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Home > Cricket > Columns > Harsha Bhogle
September 25, 2000
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Looking ahead... and beyond

Harsha Bhogle

Some countries just cannot get away from turbulence. In our part of the world, we seem to attract it in greater measure; and when it stays away, we seem to make a pretty hefty contribution towards inviting it upon ourselves. As a result we can never be a settled cricketing nation and unless, like Pakistan, you have an extraordinary bank of talent (or a great ability to cast turbulence aside when you enter the ground!), that can never lead to good results.

The match-fixing affair has dealt our cricket, and in particular our amazingly loyal band of supporters, a huge blow. No sooner had the BCCI taken a rare forward-looking decision, the controversy over the retention of Kapil Dev as coach embraced us. And you can be sure, there will be a fresh round of it once the board actually takes a decision on the new coach.

In times of turbulence, you can only think of fire-fighting. It is when you have extended periods of calm, that you start building. I wonder if that is one reason why we have made so little progress in the vital areas of fitness, fielding, and team preparation.

I have no doubt at all, especially given the upheaval in our cricket, that we need a foreign coach. Remember though that, like with the 'Academy' which we consider to be a switch that will turn on performance, the word 'foreign' does not necessarily imply a complete reversal of our cricketing fortunes. A coach can only show the way. It will be up to our younger cricketers to walk on that path.

But a foreign coach will be immune from the factionalism in our cricket. As a professional he will not need to be aware of which half of the Board he needs to keep in good humour and that alone will represent a complete change in mindset. That, in itself, is good enough reason to look beyond our cricket but there is another, equally good reason.

Our cricket is stagnant at the moment; devoid of freedom and therefore, devoid of fresh ideas. The air that hangs over our cricket has lost its fragrance. It cannot coat our cricketers with the energy they need; there is an overwhelming sense of deja-vu about it all. With a new coach, armed with new thoughts, there will be a peg to focus on; there will be a new path to walk on and that enthusiasm can at least reverse this deathly calm our ship is caught in.

It will also take us a couple of steps closer to the modern game, the technology of which has left us behind. We can build the new pillars of fitness and fielding without which no country can survive for too long in modern cricket. Just to give you an example, we are a decent catching side at the moment but are very ordinary on the ground. We do not, for example, hit the stumps which in modern cricket is the equivalent of dropping a catch. Now, it is my experience, even though at a much lower level, that hitting the stumps is, unlike fielding at short leg, directly proportional to the number of attempts you make. And if we donít hit the stumps in matches, it is because we do not try hard enough to hit them in practice.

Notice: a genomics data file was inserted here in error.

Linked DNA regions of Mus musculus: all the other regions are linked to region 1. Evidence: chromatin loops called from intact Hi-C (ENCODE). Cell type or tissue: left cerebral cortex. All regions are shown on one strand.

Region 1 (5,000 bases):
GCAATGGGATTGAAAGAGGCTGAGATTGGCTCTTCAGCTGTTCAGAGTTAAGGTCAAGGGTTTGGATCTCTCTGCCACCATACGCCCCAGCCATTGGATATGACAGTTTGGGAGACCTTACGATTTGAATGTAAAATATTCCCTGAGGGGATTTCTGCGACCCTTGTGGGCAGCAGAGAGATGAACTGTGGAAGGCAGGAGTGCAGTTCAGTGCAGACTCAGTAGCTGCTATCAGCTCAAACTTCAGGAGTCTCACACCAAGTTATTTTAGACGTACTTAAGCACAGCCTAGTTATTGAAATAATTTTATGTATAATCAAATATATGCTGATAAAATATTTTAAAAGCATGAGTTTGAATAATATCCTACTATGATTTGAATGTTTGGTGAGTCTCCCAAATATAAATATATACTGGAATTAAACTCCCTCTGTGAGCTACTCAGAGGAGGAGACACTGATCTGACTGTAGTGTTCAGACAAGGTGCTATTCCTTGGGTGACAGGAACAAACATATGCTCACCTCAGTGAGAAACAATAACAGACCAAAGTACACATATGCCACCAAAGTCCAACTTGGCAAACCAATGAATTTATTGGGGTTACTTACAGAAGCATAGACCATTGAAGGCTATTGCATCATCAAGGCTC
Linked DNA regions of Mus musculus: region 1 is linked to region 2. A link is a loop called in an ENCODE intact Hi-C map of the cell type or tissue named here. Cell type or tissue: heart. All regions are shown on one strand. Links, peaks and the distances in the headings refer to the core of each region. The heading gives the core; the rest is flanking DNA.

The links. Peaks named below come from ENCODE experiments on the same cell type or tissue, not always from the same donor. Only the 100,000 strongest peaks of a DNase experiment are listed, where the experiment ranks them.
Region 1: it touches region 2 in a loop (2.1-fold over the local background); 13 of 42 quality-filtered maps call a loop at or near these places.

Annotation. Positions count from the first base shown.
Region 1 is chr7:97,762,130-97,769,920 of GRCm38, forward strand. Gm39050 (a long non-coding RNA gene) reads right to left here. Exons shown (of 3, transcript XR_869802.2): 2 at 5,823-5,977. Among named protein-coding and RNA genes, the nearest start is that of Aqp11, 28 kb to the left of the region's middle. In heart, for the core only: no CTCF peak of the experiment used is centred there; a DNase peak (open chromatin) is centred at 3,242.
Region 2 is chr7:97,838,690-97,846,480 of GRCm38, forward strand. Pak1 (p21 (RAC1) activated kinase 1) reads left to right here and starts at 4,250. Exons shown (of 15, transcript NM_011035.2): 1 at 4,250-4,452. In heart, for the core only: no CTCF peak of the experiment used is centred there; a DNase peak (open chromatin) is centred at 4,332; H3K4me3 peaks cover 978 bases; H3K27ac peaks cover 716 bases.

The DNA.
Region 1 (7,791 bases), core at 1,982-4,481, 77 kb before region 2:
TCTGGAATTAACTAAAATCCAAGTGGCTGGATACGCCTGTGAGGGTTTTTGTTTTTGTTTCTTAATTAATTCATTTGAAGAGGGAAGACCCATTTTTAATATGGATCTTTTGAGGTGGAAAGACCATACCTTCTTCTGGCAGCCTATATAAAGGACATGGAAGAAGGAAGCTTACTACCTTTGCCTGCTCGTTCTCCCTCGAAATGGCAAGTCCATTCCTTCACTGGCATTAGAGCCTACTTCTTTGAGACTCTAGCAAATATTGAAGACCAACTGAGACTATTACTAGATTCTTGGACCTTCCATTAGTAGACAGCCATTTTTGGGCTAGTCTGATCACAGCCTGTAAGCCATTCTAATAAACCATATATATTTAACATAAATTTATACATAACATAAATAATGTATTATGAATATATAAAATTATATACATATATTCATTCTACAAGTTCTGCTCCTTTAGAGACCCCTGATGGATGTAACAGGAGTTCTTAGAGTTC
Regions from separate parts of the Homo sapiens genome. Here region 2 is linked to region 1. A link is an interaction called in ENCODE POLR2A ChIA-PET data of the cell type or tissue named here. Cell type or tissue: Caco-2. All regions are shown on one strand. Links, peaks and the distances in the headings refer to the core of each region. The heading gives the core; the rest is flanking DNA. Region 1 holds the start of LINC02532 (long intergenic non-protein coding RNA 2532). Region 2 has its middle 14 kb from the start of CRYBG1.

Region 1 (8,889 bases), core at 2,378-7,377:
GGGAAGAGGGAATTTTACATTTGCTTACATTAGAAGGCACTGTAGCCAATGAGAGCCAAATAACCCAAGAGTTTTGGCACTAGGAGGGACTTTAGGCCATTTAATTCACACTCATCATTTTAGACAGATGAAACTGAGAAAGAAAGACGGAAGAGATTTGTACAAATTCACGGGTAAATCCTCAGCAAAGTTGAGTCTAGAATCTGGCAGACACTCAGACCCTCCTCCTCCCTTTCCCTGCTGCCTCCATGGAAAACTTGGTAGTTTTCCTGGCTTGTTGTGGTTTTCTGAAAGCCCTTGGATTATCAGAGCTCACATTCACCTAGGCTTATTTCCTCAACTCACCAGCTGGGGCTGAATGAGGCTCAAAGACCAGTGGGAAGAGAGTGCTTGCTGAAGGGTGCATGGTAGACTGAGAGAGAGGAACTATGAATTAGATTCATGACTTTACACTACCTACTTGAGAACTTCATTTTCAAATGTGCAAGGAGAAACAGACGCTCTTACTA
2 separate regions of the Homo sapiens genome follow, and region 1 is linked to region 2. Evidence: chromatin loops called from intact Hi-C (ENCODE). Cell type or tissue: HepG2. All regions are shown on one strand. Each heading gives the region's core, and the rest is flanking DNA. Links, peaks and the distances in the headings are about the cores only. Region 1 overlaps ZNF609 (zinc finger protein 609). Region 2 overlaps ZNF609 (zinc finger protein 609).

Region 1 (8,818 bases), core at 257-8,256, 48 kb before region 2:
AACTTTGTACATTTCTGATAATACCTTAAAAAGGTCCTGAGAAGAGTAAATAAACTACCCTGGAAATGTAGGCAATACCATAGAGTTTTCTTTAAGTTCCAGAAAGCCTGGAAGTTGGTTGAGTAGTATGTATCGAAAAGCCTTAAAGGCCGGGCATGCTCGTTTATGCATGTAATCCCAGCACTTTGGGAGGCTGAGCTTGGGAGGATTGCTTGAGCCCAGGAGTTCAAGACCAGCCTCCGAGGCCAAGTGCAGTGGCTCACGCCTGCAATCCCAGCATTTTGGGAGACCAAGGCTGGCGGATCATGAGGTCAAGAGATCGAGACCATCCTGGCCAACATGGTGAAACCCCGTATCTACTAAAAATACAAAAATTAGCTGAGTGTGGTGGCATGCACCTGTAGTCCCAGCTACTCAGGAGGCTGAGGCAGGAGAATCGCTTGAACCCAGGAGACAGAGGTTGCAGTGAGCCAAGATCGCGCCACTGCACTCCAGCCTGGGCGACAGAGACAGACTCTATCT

I would expect a foreign coach to regard this as one of his highest priorities. It is incredible how often a direct hit breaks partnerships and changes the course of a match and I am convinced that ground fielding alone can play the part of a sixth bowler in a limited overs game.

That is just one of many things you would expect a coach to do and which, for some reason, our coaches haven't really put their heart and soul behind. The other is of course, the 'feel-good' factor. I dont think our cricketers are happy cricketers, I don't think they have been set personal goals and I do not know how many of them regard the coach as a friend whose only objective is to improve their performance. These are not guidelines for an ideal world, this is part of a basic job definition for a coach and that is why we need a trained coach rather than just a former cricketer, however well-intentioned he might be.

I would in fact go one step further and hire a coach for the under 19 team and the 'A' team, which I hope will play at least one series every year. Sunil Gavaskar makes the point, and he makes it wisely, that the biggest change you can bring about in a cricketer is when he is 18 or 19, not when he is 26 or 27. And we need someone to teach the modern game to our young talent that is growing up playing very mediocre domestic cricket.

I am convinced though, that we need to set a time-frame for the role of an overseas coach. In an ideal situation, he should pave the way for the day the Indian team will have an Indian coach. And I am sure the Board would like to find itself in a situation where they have three or four trained and qualified coaches to choose from. The time to plan for that day is today so that if John Wright, or Geoff Marsh, is offered a three-year contract, we should have someone working alongside them for the last year and ready to pick up the baton at the right time.

I can already see an outstanding candidate looming in Robin Singh. He is an intelligent man who speaks straight, who thinks a lot about the game, has the right ideas about team spirit and fitness and is respected within the team and outside for his attitude. Now if we had a result-oriented Chief Executive for the BCCI, he would probably have a word with Robin, ask him if he wanted to give himself a year-and-a-half in the game, then promptly get him to spend six to twelve months doing courses in sports psychology and coaching and then appoint him assistant coach of the national team. Three years from now, he could be the fit, forward looking Indian coach that all of us want.

Just another dream? I don't know .... I think it depends on how hard we want our dreams to come true

Harsha Bhogle

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